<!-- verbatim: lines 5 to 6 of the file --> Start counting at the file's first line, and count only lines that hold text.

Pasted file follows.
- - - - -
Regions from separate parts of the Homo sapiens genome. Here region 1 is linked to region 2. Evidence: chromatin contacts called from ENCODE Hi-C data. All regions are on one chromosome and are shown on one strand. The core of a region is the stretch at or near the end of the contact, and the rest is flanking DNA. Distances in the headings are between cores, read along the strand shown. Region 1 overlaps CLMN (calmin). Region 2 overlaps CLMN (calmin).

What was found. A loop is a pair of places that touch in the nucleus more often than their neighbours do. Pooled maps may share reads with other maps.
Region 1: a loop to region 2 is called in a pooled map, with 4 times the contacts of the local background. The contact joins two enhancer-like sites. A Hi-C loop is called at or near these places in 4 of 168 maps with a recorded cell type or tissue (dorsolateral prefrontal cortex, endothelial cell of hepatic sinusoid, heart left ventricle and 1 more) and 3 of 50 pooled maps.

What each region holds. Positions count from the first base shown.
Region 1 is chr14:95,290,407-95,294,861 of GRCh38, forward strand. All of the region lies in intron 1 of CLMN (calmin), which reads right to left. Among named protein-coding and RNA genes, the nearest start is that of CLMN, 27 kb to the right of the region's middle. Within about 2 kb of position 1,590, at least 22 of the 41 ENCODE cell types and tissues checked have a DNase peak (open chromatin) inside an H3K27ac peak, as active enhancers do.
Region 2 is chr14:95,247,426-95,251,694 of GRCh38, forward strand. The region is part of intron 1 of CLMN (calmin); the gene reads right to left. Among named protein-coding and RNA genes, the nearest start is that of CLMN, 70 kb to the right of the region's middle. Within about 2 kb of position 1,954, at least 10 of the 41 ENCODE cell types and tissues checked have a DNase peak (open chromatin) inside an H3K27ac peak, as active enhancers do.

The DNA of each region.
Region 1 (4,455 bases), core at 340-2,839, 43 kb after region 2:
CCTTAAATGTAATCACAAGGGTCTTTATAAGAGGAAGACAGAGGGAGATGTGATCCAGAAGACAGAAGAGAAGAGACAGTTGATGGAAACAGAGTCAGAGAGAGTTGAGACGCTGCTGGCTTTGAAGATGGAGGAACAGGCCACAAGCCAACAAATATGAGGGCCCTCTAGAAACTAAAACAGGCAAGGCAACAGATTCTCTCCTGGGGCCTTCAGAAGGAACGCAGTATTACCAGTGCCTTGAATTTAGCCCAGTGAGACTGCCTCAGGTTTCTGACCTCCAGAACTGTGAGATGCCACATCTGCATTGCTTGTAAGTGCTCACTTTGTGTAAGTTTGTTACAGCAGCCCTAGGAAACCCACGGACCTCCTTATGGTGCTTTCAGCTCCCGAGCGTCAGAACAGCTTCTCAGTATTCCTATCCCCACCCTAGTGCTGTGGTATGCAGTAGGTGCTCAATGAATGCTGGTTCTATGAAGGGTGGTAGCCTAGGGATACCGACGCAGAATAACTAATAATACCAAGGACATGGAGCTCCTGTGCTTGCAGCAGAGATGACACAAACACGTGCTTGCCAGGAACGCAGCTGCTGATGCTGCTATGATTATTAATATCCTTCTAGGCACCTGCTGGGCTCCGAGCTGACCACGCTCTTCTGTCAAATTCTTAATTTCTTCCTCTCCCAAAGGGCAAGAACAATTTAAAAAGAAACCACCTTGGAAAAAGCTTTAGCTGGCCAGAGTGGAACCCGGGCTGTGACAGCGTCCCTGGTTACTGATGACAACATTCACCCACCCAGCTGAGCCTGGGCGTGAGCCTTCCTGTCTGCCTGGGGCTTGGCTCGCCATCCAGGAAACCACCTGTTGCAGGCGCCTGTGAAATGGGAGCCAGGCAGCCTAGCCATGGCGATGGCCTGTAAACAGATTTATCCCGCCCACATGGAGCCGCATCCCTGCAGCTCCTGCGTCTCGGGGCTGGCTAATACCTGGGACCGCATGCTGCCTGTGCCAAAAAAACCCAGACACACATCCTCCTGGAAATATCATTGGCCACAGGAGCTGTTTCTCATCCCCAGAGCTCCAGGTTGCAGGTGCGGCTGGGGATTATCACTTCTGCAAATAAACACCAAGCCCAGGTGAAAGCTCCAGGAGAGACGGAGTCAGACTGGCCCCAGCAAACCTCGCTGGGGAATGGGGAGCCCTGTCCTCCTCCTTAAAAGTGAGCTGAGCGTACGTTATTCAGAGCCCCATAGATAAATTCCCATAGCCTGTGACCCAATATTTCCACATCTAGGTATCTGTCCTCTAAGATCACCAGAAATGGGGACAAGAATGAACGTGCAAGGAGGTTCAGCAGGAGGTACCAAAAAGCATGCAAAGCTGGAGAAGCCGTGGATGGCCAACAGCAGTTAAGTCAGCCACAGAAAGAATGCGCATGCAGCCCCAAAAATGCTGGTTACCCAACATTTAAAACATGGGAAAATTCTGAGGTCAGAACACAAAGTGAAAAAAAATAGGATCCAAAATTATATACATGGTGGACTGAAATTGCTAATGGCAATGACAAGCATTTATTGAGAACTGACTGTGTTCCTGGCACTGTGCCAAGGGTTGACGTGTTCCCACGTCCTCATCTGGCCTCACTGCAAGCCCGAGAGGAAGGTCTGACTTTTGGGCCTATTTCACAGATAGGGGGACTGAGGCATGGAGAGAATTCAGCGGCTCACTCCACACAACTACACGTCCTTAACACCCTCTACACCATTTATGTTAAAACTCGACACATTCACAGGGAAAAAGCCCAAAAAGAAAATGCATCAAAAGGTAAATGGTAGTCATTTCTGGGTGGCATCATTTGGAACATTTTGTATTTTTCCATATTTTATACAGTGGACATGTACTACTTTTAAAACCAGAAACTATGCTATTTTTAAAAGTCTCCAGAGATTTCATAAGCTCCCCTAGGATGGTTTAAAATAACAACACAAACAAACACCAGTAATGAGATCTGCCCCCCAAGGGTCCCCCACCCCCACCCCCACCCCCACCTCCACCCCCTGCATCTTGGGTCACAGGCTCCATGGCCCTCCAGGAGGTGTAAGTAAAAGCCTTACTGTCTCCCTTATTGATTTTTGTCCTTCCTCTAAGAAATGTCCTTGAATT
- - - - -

Region 1 is chr14:95,290,407-95,294,861 of GRCh38, forward strand. All of the region lies in intron 1 of CLMN (calmin), which reads right to left. Among named protein-coding and RNA genes, the nearest start is that of CLMN, 27 kb to the right of the region's middle. Within about 2 kb of position 1,590, at least 22 of the 41 ENCODE cell types and tissues checked have a DNase peak (open chromatin) inside an H3K27ac peak, as active enhancers do.
Region 2 is chr14:95,247,426-95,251,694 of GRCh38, forward strand. The region is part of intron 1 of CLMN (calmin); the gene reads right to left. Among named protein-coding and RNA genes, the nearest start is that of CLMN, 70 kb to the right of the region's middle. Within about 2 kb of position 1,954, at least 10 of the 41 ENCODE cell types and tissues checked have a DNase peak (open chromatin) inside an H3K27ac peak, as active enhancers do.